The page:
The author, an assistant professor of government and social studies at Harvard, has set off a storm of controversy with a book that seeks to prove a simple—and, many would say, radical—point: It wasn't the Nazis who killed the Jews, it was the Germans.
The difference, or course, is crucial. If the Nazis did it, the Holocaust can be seen as a nightmarish aberration carried out by a clique of madmen. Goldhagen argues that facts don't support such an explanation, but that it is accepted because his thesis—that everyday Germans knew about and supported, or did nothing to prevent, the extermination of the Jews—raises too many troubling questions.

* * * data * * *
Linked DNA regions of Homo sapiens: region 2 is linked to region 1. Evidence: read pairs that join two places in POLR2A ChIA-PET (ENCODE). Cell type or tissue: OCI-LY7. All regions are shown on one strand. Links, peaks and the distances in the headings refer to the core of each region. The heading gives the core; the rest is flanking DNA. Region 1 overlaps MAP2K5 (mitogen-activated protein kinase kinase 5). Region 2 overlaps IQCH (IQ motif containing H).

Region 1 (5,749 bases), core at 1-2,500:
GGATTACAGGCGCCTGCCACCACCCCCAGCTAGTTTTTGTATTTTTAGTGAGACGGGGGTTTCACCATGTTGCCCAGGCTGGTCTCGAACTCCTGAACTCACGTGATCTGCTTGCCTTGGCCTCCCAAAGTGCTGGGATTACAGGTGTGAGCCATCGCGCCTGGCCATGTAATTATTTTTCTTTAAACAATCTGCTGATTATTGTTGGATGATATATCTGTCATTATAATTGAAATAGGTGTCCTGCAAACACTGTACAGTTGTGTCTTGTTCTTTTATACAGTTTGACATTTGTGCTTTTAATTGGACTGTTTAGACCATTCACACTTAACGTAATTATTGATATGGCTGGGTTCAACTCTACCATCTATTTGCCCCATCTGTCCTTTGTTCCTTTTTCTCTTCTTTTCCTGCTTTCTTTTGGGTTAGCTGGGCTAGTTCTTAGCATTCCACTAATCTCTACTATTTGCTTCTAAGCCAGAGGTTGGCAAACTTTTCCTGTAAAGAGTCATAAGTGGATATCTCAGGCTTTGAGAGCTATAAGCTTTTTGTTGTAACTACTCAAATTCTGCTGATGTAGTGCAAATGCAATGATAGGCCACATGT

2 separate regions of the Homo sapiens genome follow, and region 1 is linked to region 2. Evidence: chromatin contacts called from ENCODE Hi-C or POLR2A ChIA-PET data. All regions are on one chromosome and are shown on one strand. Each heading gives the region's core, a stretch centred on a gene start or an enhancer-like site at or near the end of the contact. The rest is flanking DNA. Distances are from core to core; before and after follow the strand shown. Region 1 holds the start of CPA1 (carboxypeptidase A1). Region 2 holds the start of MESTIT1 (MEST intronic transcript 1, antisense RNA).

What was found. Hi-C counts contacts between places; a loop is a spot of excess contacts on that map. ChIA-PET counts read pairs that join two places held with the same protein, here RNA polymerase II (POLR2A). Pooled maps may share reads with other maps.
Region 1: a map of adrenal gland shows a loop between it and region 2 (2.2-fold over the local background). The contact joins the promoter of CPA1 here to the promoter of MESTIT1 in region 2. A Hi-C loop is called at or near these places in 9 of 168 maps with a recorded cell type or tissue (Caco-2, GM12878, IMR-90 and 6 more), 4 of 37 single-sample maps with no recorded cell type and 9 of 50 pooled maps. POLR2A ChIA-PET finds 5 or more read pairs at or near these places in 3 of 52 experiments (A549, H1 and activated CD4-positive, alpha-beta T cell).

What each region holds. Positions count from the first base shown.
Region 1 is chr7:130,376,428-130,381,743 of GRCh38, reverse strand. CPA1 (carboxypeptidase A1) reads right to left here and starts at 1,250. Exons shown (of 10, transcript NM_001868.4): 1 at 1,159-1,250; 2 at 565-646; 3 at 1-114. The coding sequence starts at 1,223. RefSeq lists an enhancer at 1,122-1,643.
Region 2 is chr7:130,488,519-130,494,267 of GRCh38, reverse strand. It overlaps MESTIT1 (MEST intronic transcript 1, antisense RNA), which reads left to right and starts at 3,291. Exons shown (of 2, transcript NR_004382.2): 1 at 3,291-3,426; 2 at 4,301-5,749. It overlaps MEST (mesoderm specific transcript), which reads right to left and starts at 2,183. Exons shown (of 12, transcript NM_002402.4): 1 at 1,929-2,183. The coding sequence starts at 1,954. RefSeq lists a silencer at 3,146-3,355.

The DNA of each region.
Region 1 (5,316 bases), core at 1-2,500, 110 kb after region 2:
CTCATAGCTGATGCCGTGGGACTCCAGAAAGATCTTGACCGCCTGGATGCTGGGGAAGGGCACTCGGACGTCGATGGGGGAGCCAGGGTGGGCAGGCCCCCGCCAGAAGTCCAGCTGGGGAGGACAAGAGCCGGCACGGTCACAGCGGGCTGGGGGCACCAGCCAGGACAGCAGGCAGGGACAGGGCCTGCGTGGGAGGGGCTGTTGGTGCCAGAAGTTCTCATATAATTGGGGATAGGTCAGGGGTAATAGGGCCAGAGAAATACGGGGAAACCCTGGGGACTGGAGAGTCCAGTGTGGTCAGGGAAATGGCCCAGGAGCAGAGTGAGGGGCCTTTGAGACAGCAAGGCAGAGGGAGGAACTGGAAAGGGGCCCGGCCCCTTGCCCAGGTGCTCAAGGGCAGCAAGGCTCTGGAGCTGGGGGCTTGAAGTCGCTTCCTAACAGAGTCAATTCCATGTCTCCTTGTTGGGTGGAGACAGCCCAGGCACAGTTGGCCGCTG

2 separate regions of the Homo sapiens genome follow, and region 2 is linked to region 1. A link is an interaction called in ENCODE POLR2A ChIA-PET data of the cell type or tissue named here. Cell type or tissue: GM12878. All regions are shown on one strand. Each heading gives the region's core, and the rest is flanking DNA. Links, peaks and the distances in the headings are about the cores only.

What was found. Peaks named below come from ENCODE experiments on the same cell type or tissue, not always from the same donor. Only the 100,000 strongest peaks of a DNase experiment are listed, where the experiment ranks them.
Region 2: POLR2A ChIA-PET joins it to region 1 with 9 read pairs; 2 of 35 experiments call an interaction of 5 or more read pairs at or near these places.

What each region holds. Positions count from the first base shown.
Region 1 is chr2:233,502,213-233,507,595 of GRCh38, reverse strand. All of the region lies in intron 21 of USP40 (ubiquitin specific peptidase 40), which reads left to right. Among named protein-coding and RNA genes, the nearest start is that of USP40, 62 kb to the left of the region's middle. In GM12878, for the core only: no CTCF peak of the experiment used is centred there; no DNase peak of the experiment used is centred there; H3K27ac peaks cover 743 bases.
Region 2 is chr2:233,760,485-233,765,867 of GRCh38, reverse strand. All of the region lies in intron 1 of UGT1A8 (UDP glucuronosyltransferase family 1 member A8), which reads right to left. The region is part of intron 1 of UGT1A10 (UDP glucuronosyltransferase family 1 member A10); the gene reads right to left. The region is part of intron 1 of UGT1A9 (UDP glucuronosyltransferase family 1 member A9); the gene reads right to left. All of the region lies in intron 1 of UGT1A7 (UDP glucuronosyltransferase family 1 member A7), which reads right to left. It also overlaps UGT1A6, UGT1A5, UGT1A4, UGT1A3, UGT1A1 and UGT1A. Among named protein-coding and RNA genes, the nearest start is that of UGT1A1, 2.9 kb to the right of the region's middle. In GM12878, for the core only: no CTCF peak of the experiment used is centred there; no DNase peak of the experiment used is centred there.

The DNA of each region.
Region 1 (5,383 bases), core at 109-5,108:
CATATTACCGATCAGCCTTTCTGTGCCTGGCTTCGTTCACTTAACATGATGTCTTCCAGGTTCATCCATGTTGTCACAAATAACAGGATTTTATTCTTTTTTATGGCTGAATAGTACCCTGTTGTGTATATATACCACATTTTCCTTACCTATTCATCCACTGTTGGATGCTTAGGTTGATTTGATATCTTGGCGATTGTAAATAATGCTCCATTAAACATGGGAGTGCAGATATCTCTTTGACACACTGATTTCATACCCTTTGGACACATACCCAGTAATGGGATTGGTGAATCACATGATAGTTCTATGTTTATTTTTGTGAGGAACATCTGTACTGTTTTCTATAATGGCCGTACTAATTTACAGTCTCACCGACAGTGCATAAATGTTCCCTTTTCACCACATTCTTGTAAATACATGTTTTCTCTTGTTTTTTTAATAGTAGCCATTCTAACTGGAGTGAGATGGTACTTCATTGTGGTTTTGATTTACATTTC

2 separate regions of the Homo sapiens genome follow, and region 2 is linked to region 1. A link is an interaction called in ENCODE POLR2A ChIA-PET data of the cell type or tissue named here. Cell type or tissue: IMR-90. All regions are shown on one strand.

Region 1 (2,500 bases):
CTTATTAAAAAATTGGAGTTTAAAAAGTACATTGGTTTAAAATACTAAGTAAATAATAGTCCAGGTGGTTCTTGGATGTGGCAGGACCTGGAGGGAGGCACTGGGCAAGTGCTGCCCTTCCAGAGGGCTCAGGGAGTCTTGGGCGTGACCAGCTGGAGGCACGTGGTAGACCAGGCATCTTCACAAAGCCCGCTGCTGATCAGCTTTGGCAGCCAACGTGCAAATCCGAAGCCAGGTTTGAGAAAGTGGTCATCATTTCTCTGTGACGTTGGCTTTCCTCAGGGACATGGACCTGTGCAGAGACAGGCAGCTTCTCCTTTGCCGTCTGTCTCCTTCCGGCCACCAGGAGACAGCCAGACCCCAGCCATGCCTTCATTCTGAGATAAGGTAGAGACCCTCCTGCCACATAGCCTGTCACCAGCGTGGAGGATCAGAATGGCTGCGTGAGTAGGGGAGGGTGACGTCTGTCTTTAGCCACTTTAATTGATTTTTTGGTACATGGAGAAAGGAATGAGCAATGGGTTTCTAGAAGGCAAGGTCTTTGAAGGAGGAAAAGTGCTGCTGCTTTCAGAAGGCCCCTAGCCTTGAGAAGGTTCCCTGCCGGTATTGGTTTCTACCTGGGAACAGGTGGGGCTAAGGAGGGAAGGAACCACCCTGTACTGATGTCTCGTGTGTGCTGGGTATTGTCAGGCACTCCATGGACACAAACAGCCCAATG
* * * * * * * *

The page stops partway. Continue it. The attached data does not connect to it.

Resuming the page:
The heart of his book consists of testimony from members of police units who rounded up and shot Jews in Poland. Few of the policemen were members of the Nazi party, Goldhagen maintains—most were drafted, many were too old for front-line service. Yet they and others like them executed thousands of Jews, willingly, efficiently—even zealously. When officers offered to excuse any man who was uncomfortable killing Jews, almost no one stepped forward.
Goldhagen's writing is jargon-filled and repetitive, and he often seems to push his argument farther than his evidence merits. At the least, though, as the Holocaust slips into history, Executioners is a chilling reminder that Hitler received broad support. (Knopf, $30)